I have become increasingly intrigued by the use of this kind of language in architectural criticism:
"But the best reason to fall in love with the building is its seductive pull. A vibrant composition of concrete forms stacked on top of a delicate glass base, its design is calculated to lure people into a titillating architectural experience."
In fact I find the building appealing. It meets the Three Rules of urban design and appears as if it might well enliven the street, depending on how the first floor is used by the museum (i.e. if there is simply a desk with a guard at it, as one sees at some office building lobbies, that won't do much.) The windowless walls are a bit off-putting but we are seeing only one elevation of the building and from what appears to be an upper story; and museums are notorious for wanting to limit natural light. Hadid's reputation as am archi-star might not have gotten in the way of a good urban design.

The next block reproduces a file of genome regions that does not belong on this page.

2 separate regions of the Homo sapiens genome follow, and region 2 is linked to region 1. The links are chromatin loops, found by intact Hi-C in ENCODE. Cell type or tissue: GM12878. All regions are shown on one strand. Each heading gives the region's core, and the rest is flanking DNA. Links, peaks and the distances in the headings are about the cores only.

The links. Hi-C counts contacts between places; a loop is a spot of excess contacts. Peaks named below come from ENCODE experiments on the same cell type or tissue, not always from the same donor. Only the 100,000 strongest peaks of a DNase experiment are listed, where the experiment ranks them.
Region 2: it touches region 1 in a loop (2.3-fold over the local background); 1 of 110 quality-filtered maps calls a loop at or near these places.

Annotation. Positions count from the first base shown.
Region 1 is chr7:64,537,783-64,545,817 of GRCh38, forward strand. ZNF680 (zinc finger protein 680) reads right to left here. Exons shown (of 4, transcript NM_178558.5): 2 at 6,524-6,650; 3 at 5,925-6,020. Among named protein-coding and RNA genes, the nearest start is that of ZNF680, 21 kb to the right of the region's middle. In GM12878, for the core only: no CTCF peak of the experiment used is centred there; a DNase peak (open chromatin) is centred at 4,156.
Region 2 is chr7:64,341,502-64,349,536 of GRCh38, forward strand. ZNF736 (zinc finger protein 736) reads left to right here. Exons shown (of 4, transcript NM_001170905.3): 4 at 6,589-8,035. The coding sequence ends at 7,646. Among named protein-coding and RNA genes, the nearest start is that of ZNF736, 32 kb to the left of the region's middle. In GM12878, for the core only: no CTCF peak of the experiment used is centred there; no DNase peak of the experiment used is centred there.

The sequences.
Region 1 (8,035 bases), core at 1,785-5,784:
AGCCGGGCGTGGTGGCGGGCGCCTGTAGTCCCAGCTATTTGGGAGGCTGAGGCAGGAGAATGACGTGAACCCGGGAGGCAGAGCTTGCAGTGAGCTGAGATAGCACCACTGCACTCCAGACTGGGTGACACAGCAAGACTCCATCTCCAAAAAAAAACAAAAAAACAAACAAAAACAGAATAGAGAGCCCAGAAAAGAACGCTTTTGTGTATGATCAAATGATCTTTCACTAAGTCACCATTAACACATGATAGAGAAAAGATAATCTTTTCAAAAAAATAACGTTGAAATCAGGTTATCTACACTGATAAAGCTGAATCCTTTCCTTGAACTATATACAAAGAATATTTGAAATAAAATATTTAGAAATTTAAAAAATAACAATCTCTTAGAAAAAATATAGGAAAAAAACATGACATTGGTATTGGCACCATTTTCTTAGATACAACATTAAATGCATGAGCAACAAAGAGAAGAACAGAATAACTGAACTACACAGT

I call this sort of structure a 'raisin in the oatmeal' design --- a few are good for a city but too many and it's like too much dessert.
But the critic's language is conclusory. How does it help people get a grip on the complexity of the built environment? I don't think it does. It is language which sets apart a building as an oh-so precious artistic object rather than as an element which has to fit into a city. Moreover it breaks the very first rule which Edward Said (my collegiate English composition teacher) set forth many years ago: "Explain what is happening in the poem -- who is speaking, what is the action etc etc --- before you interpret." It's a good rule for discussion buildings as well.